the inquisitive one

The inquisitive one had been spending a lot of time on social media.

The herbs in the garden were documented on Instagram. The new kitchen gadget and new running shoes were documented on Facebook. The vintage furniture steal was documented on Pinterest. And every waking thought was documented on Twitter.

All of this photo posting and thought tweeting was starting to pile up in the inquisitive one’s brain like a goopy mess of potato peels. It was as if every peel of potato had an eye, and every eye was staring judgmentally at the inquisitive one!

“I live in an era of oversharing,” the inquisitive one thought. “I participate in that, and I enjoy participating in that; but maybe I need a break from that!”

So the inquisitive one canceled the original plan for the evening, which was to go to a hip new D.C. bar. Presumably, the evening would have consisted mainly of taking a series of selfies with an exotically prepared martini, mulling over which photos came out best, fiddling with various filters, and stressing about what to write as captions.

Instead, the inquisitive one went on a long run through a woodsy area. It was a lovely evening, and the trees were cast in brilliant golds and fading grays.

“Ah! This is where it’s at,” thought the inquisitive one. “Here in this woodsy area, I am all alone, doing my thing, undocumented, unshared, invisible, happy in my element: oh joy!”

However, unbeknownst to the inquisitive one, a Google car was driving by at that very moment, taking photos for the Street View of Google Maps. Moreover, a wedding had just taken place in the woodsy area, and the wedding photographer, plus family members and friends of the couple, were taking numerous photos of the scene.

Furthermore, someone had recruited a friend to make a video of him doing calisthenics, which he planned to post on YouTube and also use in his audition for a reality TV show. And someone else was taking a video of her dog, to whom she was teaching elaborately silly tricks. She planned to post the video on multiple social media sites and also submit it to a funny video contest.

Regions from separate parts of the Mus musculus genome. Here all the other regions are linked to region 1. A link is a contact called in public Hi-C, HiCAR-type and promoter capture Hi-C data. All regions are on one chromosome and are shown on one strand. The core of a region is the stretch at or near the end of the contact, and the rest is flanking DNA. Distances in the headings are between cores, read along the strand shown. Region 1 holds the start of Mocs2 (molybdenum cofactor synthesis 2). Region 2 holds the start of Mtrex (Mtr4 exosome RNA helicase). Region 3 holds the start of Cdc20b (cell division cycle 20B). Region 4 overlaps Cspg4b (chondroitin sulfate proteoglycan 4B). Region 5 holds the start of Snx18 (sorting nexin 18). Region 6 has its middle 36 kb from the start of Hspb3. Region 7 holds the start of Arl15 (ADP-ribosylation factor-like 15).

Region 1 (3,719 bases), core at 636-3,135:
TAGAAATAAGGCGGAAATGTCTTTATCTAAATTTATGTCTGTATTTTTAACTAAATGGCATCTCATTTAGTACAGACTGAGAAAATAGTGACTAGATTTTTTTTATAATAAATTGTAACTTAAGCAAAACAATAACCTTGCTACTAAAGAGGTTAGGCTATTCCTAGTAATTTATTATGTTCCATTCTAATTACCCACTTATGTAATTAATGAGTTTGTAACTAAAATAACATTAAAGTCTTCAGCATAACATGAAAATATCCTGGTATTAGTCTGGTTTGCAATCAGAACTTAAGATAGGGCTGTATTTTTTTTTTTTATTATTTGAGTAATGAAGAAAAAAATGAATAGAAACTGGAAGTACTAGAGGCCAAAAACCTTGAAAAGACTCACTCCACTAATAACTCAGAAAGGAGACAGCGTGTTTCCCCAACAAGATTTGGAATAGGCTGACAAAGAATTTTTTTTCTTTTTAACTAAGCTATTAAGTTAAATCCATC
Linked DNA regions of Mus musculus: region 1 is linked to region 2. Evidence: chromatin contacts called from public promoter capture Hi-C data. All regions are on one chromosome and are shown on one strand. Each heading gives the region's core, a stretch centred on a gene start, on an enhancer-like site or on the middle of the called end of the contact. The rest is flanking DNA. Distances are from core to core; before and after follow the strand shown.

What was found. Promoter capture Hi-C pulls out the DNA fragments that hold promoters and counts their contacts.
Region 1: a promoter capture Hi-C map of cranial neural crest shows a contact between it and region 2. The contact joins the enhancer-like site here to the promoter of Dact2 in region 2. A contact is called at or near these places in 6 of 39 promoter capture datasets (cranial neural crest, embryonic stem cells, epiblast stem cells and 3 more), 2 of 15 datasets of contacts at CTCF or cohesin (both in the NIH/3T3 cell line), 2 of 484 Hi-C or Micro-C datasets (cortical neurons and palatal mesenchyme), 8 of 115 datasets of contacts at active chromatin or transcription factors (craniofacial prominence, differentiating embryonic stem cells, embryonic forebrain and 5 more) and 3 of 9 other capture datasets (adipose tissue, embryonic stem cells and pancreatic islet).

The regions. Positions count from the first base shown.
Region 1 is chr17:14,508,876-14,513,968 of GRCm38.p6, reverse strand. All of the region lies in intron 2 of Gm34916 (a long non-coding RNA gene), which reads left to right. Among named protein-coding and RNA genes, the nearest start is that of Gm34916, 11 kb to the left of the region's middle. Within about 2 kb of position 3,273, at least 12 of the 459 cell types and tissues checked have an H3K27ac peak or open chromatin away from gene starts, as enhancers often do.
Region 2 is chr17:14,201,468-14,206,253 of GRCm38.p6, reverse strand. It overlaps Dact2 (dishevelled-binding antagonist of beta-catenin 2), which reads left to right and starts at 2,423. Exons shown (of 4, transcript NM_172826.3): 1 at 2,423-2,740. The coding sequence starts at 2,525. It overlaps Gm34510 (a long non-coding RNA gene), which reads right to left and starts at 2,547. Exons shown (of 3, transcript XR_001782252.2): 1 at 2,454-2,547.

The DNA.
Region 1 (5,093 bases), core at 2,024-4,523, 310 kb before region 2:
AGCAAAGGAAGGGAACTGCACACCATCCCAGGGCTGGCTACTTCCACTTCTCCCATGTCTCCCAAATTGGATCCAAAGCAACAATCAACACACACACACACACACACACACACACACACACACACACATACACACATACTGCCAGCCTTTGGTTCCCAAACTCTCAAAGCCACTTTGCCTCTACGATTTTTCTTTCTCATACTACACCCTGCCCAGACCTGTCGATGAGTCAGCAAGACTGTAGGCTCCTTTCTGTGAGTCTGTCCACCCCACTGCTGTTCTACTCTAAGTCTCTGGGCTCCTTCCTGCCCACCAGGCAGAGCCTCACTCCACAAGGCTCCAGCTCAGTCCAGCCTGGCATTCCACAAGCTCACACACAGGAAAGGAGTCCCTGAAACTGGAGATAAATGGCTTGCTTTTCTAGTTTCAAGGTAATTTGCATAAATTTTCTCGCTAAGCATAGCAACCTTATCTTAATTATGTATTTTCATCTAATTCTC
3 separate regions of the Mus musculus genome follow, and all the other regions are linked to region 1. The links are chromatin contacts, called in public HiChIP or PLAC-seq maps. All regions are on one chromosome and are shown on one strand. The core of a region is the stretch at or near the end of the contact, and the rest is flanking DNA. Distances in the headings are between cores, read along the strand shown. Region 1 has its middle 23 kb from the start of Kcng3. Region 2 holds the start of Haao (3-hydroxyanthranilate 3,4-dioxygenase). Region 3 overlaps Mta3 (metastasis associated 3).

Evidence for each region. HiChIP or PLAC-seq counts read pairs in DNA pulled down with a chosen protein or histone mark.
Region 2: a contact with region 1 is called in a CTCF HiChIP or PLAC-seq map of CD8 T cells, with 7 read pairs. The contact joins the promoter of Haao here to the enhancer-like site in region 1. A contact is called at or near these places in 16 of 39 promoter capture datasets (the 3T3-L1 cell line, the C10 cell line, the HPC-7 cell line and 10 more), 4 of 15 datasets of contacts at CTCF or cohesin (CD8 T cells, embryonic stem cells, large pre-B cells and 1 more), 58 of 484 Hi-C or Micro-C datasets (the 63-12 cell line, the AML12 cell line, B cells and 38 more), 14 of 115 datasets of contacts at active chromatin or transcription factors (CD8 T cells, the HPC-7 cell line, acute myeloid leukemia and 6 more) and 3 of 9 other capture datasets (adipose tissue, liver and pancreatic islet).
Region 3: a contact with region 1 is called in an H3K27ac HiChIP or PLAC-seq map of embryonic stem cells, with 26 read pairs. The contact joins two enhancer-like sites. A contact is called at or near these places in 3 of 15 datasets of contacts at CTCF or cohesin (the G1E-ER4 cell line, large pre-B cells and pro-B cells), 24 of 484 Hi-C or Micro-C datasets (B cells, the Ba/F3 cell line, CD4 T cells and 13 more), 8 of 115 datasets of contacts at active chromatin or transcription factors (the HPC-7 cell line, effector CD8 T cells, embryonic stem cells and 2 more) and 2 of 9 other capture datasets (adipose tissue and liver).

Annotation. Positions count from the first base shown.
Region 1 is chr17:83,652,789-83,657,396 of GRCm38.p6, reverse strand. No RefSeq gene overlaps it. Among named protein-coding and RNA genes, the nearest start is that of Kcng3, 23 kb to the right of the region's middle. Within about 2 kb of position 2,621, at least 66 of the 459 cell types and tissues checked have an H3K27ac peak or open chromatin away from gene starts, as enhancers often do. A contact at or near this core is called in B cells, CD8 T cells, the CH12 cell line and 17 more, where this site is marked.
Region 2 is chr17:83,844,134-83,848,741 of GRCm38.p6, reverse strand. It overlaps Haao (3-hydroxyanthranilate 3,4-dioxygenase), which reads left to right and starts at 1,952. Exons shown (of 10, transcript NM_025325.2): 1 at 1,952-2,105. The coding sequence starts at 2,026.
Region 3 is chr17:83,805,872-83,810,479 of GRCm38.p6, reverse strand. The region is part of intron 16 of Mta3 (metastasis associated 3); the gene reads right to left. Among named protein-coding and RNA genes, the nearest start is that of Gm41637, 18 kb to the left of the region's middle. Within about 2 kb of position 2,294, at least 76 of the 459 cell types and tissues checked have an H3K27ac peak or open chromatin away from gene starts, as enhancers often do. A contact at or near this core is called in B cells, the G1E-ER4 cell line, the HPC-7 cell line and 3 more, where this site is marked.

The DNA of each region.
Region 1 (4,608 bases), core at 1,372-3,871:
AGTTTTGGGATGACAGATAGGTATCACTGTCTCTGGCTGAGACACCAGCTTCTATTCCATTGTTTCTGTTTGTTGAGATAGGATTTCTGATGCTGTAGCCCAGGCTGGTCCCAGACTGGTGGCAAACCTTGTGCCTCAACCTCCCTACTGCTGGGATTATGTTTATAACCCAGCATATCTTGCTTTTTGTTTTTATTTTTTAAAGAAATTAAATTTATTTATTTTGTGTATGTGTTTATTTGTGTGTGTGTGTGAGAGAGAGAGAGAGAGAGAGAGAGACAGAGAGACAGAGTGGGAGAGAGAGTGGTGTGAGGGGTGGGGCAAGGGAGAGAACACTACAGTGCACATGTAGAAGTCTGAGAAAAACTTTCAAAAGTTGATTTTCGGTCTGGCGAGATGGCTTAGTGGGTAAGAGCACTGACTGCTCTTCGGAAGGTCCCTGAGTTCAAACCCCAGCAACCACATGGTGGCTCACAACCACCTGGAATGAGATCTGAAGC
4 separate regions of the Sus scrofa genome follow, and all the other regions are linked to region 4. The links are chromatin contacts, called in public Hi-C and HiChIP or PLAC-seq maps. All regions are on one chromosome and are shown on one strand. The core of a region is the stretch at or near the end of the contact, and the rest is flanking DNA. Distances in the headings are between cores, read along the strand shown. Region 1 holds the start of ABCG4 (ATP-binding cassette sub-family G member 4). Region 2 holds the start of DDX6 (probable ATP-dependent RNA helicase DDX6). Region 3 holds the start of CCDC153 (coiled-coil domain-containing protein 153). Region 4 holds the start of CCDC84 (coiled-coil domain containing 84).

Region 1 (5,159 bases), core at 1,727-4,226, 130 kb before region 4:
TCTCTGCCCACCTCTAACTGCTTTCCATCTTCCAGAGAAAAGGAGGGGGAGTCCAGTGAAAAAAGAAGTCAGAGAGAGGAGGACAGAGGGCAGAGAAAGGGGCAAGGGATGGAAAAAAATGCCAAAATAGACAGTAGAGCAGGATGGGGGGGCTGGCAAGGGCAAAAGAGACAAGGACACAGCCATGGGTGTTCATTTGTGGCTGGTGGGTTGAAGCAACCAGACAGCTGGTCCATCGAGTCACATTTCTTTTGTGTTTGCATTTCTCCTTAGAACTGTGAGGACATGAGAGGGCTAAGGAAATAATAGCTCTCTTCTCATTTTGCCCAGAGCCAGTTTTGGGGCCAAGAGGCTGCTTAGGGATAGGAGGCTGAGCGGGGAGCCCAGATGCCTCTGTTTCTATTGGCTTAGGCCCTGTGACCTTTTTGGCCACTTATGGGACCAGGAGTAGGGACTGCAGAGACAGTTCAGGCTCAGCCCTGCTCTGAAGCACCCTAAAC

The inquisitive one accidentally photo- and videobombed every single one of these people. As a result, the inquisitive one’s likeness ended up on the web multiple times—in many instances very clearly and with ridiculous-looking poses and expressions—all in spite of the original, innocent intent of the long run through the woodsy area.

Oh, and another thing. I had hired an artist* to follow the inquisitive one around and, through portraiture, document with precision what the inquisitive one looks like. Thus I hoped to prove, for all time, that the inquisitive one and I are completely different people!

You can see the result of this artistry above (and you can, as you wish, contrast this illustration of the inquisitive one with my own new look—for a brand new selfie of me now appears on my Home page!—and you can see for yourself the many vast differences between us).

But the point is, this fabulous portrait of the inquisitive one was surreptitiously completed, by the artist I secretly hired, during that very same run, that very same evening, unbeknownst to the inquisitive one.

It’s a beautiful work of art.

I intend to plaster the Internet with it.


*Many thanks to the brilliant Washington, D.C.-area artist Jim Nuttle. I was pleased to discover that he is a genius in both the graphic and mind-reading arts and a true professional. Check out some of his other cool art projects on Twitter, Instagram, and his website.